Medicaid

For serious primary voters, the parade of Democratic candidates is no joke
The contender clown car may be overflowing, but voters definitely aren’t laughing

There are too many Democratic presidential contenders to count, but primary voters aren’t throwing in the towel just yet, Curtis writes. When Beto O’Rourke made his Southern swing last weekend, supporters took the time to explain why he stands out from the field. (Bill Clark/CQ Roll Call file photo)

OPINION — CHARLOTTE, N.C. — The number of Democratic hopefuls declaring, thinking about declaring or being pushed to declare their interest in the 2020 race is increasing so rapidly, it has already become a reliable punchline. But for voters looking to discover the person who offers sensible policies on the issues they care about while exuding the intangible “it” quality that could beat Donald Trump, it is serious business.

Forget about what magic the letter “B” might hold — think Bernie, Biden, Beto, Booker, Buttigieg and I know I’m forgetting someone, oh yes, Colorado Sen. Michael Bennet — these voters are digging deeper on the candidates who will crowd a debate stage in Miami two nights in a row in June.

The Senate lacks protections for LGBTQ staff. One group is demanding change
Existing laws for legislative branch workers don’t explicitly protect LGBTQ employees

A Senate staffer group is urging offices to adopt policy manuals that include protections for LGBTQ employees from discrimination. (Bill Clark/CQ Roll Call file photo)

As Congress considers expanding civil rights to encompass LGBTQ Americans, Senate staffers want their bosses to shore up such protections for the congressional workforce itself. 

In a letter sent April 8, the bipartisan Senate GLASS Caucus urged chamber offices to adopt policy manuals that include protections for LGBTQ employees from discrimination.

‘Medicare for All’ keeps defining 2020 political landscape
Progressive health care plan could become point of contention as campaign heats up

From left, Sens. Kirsten Gillibrand, D-N.Y., Bernie Sanders, I-Vt., and Jeff Merkley, D-Ore., at an event Wednesday to introduce the “Medicare for All Act of 2019.” (Tom Williams/CQ Roll Call)

The “Medicare for All” bill that presidential hopeful Sen. Bernie Sanders released Wednesday is more likely to be litigated on the campaign trail than in the halls of Congress. And it highlights a rare political divide among Democrats on one of their marquee issues even as the party seeks to appear unified.

Supporters of the Vermont independent are vying with Democrats who prefer to expand and protect the 2010 health care law. Those differences have recently been overshadowed by larger fights between the two parties after the Trump administration broadened its position in a high-profile lawsuit by calling to strike down the entire 2010 law.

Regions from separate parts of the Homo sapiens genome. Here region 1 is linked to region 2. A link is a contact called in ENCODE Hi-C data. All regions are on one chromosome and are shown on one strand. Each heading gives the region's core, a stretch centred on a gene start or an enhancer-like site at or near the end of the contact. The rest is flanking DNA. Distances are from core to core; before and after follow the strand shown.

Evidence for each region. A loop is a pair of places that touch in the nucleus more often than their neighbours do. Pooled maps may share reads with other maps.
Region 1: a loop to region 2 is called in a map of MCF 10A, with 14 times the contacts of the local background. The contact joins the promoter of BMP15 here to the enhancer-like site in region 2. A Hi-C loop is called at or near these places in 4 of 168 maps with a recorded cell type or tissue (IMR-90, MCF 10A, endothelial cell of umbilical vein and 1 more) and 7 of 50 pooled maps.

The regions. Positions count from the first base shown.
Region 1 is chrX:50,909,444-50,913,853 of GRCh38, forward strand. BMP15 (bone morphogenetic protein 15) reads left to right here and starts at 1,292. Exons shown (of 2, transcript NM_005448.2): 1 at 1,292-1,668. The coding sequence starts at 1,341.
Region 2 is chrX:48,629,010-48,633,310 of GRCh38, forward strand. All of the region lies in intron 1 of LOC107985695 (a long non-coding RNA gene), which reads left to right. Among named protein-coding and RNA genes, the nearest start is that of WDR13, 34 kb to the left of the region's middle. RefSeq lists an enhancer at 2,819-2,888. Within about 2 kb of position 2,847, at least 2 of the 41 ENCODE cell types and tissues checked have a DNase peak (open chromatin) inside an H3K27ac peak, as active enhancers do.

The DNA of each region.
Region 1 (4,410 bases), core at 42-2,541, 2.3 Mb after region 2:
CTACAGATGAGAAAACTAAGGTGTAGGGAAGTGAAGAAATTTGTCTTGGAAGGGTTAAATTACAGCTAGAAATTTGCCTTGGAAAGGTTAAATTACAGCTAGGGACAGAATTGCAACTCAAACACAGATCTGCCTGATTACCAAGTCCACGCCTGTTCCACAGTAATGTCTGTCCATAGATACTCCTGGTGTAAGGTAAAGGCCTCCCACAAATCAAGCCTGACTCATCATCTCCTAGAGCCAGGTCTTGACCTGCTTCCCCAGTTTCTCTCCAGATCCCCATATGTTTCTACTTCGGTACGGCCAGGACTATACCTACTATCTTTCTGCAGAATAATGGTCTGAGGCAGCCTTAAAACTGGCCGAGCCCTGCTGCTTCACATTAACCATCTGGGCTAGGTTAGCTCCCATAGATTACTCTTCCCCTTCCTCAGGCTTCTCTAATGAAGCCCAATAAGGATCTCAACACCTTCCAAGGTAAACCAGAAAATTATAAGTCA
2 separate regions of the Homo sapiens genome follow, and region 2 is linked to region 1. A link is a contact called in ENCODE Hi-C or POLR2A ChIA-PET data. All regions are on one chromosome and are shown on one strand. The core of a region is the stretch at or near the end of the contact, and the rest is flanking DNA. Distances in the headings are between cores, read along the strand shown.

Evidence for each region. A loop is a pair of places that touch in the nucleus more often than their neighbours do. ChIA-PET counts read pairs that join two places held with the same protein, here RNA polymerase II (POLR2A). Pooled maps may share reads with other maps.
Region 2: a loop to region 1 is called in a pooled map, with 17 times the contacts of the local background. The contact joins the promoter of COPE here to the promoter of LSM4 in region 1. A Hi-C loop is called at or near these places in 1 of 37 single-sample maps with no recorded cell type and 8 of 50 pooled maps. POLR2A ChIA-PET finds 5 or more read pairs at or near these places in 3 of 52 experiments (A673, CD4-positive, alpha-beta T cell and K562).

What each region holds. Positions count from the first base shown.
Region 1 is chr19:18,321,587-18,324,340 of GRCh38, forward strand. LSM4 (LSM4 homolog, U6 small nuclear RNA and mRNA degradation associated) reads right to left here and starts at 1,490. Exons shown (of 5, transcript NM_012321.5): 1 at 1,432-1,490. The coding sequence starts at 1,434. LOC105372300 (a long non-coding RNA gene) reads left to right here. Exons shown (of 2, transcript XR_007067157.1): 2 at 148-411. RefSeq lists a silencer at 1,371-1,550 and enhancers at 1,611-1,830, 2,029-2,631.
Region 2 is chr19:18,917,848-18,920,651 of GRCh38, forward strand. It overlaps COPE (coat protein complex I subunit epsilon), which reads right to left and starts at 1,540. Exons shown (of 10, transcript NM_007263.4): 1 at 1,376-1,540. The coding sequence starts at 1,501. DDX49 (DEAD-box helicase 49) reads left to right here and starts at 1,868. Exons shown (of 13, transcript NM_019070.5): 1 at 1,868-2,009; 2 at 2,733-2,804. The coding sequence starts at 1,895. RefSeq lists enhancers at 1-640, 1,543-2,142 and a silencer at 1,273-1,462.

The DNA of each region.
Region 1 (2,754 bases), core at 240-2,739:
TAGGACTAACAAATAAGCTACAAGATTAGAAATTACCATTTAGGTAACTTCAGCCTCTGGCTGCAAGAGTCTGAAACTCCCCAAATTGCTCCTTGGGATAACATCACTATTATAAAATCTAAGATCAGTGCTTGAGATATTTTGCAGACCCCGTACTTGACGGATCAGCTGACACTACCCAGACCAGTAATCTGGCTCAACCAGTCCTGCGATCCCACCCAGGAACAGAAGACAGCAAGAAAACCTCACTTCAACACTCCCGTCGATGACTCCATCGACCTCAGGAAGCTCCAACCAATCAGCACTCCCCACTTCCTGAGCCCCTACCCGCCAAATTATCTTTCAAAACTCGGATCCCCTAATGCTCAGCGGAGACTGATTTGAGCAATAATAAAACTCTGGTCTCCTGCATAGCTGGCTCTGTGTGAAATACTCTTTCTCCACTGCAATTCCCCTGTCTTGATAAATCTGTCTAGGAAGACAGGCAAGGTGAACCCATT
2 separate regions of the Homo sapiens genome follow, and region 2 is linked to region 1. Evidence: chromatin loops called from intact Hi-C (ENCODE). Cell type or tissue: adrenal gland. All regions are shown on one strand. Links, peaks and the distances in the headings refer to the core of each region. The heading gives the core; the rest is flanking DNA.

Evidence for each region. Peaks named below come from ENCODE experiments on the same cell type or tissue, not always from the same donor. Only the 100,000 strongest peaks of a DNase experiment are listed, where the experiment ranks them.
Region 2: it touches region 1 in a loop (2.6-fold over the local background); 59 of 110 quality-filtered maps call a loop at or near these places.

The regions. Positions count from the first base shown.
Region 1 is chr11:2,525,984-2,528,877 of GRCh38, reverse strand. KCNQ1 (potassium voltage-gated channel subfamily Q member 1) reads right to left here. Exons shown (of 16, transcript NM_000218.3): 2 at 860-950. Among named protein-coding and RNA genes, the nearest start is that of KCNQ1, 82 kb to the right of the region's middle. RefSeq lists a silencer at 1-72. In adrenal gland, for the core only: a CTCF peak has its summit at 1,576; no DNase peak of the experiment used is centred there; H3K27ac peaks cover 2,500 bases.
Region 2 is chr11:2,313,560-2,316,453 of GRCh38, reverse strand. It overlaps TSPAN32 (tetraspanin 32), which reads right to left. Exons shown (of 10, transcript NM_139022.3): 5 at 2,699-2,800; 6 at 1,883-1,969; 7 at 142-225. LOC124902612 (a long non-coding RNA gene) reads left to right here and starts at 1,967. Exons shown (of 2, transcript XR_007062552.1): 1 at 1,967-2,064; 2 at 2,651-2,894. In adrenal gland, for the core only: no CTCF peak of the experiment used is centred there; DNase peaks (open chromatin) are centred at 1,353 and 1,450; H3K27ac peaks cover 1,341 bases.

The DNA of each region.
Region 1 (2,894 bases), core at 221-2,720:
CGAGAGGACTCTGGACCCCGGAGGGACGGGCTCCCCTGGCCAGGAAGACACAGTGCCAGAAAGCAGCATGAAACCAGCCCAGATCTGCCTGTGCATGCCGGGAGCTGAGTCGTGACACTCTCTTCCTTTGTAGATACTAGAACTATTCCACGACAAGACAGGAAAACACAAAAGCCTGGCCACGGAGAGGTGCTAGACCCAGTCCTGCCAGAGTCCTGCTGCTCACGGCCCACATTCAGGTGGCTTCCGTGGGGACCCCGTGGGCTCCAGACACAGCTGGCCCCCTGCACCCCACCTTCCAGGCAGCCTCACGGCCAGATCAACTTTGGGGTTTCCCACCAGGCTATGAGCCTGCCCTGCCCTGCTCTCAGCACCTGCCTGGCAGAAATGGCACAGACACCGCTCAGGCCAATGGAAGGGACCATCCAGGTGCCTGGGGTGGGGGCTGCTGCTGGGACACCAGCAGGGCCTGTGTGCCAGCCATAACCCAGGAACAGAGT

Bernie Sanders’ new Medicare for All bill would cover some long-term care

Renelsa Caudill, a nurse at MedStar Washington Hospital Center, is greeted by Sen. Bernie Sanders, I-Vt., after speaking at an event to introduce the “Medicare for All Act of 2019,” in Dirksen Building on Wednesday, April 10, 2019. Sens. Kirsten Gillibrand, D-N.Y., and Jeff Merkley, D-Ore., are also pictured. (Tom Williams/CQ Roll Call)

Sen. Bernie Sanders on Wednesday released an updated bill to implement a single-payer health insurance system, a politically divisive hallmark of his White House bid.

The unnumbered Senate bill would transition the U.S. health care system to a single-payer system over a four-year transition and eliminate nearly all premiums, co-pays and deductibles. The legislation largely mirrors Sanders’ 2017 proposal, but the new plan also would cover home and community-based long-term care services through an expanded Medicare program, according to a summary. The earlier version would have maintained those services through existing Medicaid benefits.

Democrats probe Trump decision to not defend Obamacare

Attorney General William Barr urged the House Appropriations Commerce, Justice, Science, and Related Agencies Subcommittee to let the Obamacare case make its way through the courts. (Tom Williams/CQ Roll Call)

House Democrats opened a probe Tuesday into the Trump administration’s decision not to defend the 2010 health care law in a high-profile legal challenge, as Attorney General William Barr urged lawmakers to allow the case to move through the courts.

The chairmen of five House panels sent letters to the White House, the Department of Health and Human Services, and the Justice Department seeking documents and communications about how the decision was made earlier this year to only partially defend the health care law in a legal challenge brought by Texas’ attorney general and other conservative state attorneys general.

Legal challenges are threatening Trump administration changes to the ACA